y[,4] < x[,4]
y[,5] < x[,5]
par(mfrow=c(2,3))
apply(x, 2, hist)
par(mfrow=c(2,3))
apply(y, 2, hist)
all.equal(rowSums(y[,1:3]), rep(1, nrow(y)))
The uniform properties are gone as you can see here...
par(mfrow=c(1,1))
pairs(x)
paris(y, col="red")
But, the "Latin" properties of the first three margins are maintained as in
this smaller example...
N < 10
x < randomLHS(N, 5)
y < x
y[,1] < x[,1]/rowSums(x[,1:3])
y[,2] < x[,2]/rowSums(x[,1:3])
y[,3] < x[,3]/rowSums(x[,1:3])
y[,4] < x[,4]
y[,5] < x[,5]
pairs(x)
pairs(y, col="red")
You could also look into a dirichlet type transform as I posted here
http://tolstoy.newcastle.edu.au/R/e5/help/08/11/8420.htmlRob
______________________________________________
[hidden email] mailing list
https://stat.ethz.ch/mailman/listinfo/rhelpPLEASE do read the posting guide http://www.Rproject.org/postingguide.htmland provide commented, minimal, selfcontained, reproducible code.


Thanks again Rob for your help.
In terms of parameter comparison there won't be a problem. However, if
one wants to assume a particular distribution (and not the one given
by the imposed condition), for example an uniform distribution to
obtain all the possible combinations (all the multidimensional space
uniformly filled), then a limitation exists. Perhaps it is not
possible to fulfill the three criteria  sum to one, maintain the
uniform distribution and maintain the latin hypercube property. Well,
I will try to do it the way you proposed.
Cheers,
Duarte
On Thu, Jun 2, 2011 at 7:06 PM, Rob Carnell < [hidden email]> wrote:
> Duarte Viana <viana.sptd <at> gmail.com> writes:
>
>>
>> Thanks Rob and Ravi for the replies.
>>
>> Let me try to explain my problem. I am trying to make a kind of
>> sensitivity analysis where I have 5 parameters (the margins of the
>> Latin hypercube), 3 of them are proportions that should sum to one. My
>> idea is to obtain uniform combinations of the 3 proportionparameters
>> with the other two parameters. The uniformity should be maintained in
>> order to guarantee that each parameter (out of 5) have its own range
>> of values equally represented (for model output analyses).
>>
>> Theoretically the 3 proportionparameters might be regarded as one in
>> which the configuration of the proportions that sum to one vary. I
>> think I can visualize it like a set of permutations, more or less like
>> in the example below:
>>
>> 0.1  0.1  0.8
>> 0.1  0.2  0.7
>> 0.1  0.3  0.6
>> .
>> .
>> .
>> 0.1  0.1  0.8
>> 0.2  0.1  0.7
>> 0.3  0.1  0.6
>> .
>> .
>> .
>> 0.8  0.1  0.1
>> 0.7  0.2  0.1
>> 0.6  0.3  0.1
>> .
>> .
>> .
>> and so on, until all possible combinations are represented (and doing
>> it with more values) and then combined with the other two parameters
>> as to form a Latin hypercube.
>>
>> The solutions given in the thread sent by Ravi work fine for random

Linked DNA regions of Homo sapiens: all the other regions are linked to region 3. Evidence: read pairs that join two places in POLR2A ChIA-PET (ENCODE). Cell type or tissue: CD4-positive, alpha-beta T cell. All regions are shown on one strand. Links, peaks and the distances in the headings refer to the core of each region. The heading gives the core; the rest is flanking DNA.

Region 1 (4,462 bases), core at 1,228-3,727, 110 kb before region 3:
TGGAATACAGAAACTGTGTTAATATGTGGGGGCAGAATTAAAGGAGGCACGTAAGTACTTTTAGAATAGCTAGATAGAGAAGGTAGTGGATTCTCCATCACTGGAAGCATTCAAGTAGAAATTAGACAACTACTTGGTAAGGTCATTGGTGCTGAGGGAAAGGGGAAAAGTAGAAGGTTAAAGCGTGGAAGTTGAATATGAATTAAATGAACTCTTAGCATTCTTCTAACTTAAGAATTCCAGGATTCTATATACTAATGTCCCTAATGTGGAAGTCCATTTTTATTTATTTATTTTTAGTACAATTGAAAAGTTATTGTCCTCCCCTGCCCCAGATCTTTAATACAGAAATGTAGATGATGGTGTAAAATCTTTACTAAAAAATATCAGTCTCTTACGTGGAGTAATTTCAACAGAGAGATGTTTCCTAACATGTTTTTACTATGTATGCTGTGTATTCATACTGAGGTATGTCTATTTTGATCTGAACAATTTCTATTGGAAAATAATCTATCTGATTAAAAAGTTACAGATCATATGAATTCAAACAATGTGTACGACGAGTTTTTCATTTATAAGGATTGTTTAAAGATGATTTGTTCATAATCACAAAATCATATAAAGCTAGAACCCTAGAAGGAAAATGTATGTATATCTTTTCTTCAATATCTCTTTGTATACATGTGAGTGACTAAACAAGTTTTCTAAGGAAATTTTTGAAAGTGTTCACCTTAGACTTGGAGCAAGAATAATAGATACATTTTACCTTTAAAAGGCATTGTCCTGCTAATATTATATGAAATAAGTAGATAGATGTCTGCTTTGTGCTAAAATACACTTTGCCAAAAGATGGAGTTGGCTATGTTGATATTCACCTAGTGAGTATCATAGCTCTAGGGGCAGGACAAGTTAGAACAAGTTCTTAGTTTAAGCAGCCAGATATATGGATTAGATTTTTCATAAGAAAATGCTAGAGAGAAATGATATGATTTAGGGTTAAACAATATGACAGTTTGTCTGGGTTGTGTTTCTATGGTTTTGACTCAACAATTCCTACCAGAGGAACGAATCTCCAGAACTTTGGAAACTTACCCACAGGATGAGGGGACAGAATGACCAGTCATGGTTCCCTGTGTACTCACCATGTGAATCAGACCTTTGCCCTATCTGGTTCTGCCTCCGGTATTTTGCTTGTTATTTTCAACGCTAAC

>> generation of the 3 proportionparameters, but it is hard to make a
>> Latin hypercube out of that with two more parameters.
>>
>> Cheers,
>>
>> Duarte
>>
>>
>
> Duarte,
>
> The commmon practice in your situation is draw the K parameters together as a
> uniform Latin hypercube on 01 and then transform the margins of the hypercube
> to the desired distributions.
>
> Easy Example
> Parameter 1: normal(1, 2)
> Parameter 2: normal(3, 4)
> Parameter 3: uniform(5, 10)
>
> require(lhs)
> N < 1000
> x < randomLHS(N, 3)
> y < x
> y[,1] < qnorm(x[,1], 1, 2)
> y[,2] < qnorm(x[,2], 3, 4)
> y[,3] < qunif(x[,3], 5, 10)
>
> par(mfrow=c(2,2))
> apply(x, 2, hist)
>
> par(mfrow=c(2,2))
> apply(y, 2, hist)
>
> The transformed distributions maintain their "Latin" properties, but are in
> the form of new distributions.
>
> In your case, you'd like the first three columns to be transformed into a
> correlated set that sums to one. Still follow the pattern...
>
> x < randomLHS(N, 5)
> y < x
> y[,1] < x[,1]/rowSums(x[,1:3])
> y[,2] < x[,2]/rowSums(x[,1:3])
> y[,3] < x[,3]/rowSums(x[,1:3])
> y[,4] < x[,4]
> y[,5] < x[,5]
>
> par(mfrow=c(2,3))
> apply(x, 2, hist)
>
> par(mfrow=c(2,3))
> apply(y, 2, hist)
>
> all.equal(rowSums(y[,1:3]), rep(1, nrow(y)))
>
> The uniform properties are gone as you can see here...
>
> par(mfrow=c(1,1))
> pairs(x)
> paris(y, col="red")
>
> But, the "Latin" properties of the first three margins are maintained as in
> this smaller example...
>
> N < 10
> x < randomLHS(N, 5)
> y < x
> y[,1] < x[,1]/rowSums(x[,1:3])
> y[,2] < x[,2]/rowSums(x[,1:3])
> y[,3] < x[,3]/rowSums(x[,1:3])
> y[,4] < x[,4]
> y[,5] < x[,5]
>
> pairs(x)
> pairs(y, col="red")
>
> You could also look into a dirichlet type transform as I posted here
> http://tolstoy.newcastle.edu.au/R/e5/help/08/11/8420.html>
> Rob
>
> ______________________________________________
> [hidden email] mailing list
> https://stat.ethz.ch/mailman/listinfo/rhelp> PLEASE do read the posting guide http://www.Rproject.org/postingguide.html> and provide commented, minimal, selfcontained, reproducible code.
>
______________________________________________
[hidden email] mailing list
https://stat.ethz.ch/mailman/listinfo/rhelpPLEASE do read the posting guide http://www.Rproject.org/postingguide.htmland provide commented, minimal, selfcontained, reproducible code.